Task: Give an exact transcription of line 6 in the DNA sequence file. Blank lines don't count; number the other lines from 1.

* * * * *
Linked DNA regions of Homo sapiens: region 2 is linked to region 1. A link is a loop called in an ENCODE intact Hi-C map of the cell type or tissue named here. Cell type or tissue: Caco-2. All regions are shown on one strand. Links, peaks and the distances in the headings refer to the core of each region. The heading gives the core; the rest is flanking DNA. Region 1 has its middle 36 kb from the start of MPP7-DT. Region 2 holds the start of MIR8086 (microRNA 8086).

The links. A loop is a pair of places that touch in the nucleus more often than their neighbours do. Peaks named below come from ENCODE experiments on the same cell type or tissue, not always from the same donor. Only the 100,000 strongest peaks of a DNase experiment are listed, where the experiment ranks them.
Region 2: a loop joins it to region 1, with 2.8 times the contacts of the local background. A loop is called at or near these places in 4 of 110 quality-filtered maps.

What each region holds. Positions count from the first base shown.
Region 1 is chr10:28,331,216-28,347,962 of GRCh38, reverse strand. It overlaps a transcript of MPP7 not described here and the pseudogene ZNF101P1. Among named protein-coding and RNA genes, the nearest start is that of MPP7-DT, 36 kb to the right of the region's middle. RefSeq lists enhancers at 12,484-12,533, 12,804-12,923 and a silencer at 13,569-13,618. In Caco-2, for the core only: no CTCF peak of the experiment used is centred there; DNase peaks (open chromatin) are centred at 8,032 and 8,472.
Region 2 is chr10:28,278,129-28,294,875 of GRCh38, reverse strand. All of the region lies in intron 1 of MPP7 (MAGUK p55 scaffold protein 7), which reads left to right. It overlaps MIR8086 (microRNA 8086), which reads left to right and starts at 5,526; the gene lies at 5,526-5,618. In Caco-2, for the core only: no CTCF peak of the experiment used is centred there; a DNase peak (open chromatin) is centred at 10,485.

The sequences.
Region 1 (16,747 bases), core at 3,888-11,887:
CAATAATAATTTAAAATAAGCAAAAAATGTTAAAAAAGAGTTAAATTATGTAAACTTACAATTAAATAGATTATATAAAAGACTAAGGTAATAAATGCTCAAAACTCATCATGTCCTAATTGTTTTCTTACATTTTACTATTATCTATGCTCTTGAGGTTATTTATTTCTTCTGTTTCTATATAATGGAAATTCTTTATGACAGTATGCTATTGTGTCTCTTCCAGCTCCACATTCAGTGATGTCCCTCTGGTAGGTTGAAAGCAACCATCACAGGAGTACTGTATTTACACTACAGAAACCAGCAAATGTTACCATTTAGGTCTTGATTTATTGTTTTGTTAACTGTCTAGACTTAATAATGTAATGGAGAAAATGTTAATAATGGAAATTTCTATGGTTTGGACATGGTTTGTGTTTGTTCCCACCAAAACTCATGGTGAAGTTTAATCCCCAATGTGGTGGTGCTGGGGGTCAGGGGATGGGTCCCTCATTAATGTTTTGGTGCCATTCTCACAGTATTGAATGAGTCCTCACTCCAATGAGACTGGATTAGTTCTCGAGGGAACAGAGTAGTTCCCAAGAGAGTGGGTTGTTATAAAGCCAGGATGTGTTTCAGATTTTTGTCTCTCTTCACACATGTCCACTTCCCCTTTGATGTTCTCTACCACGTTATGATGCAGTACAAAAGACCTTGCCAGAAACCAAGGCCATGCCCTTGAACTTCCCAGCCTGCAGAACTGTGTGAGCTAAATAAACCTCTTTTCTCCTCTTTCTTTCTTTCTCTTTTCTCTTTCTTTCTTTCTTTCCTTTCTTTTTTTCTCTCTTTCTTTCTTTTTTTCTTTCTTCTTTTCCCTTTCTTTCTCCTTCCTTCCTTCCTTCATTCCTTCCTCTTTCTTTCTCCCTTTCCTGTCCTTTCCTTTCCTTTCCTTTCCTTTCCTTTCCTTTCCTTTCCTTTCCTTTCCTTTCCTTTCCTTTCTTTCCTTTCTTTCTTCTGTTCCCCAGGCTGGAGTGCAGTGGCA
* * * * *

Region 2 is chr10:28,278,129-28,294,875 of GRCh38, reverse strand. All of the region lies in intron 1 of MPP7 (MAGUK p55 scaffold protein 7), which reads left to right. It overlaps MIR8086 (microRNA 8086), which reads left to right and starts at 5,526; the gene lies at 5,526-5,618. In Caco-2, for the core only: no CTCF peak of the experiment used is centred there; a DNase peak (open chromatin) is centred at 10,485.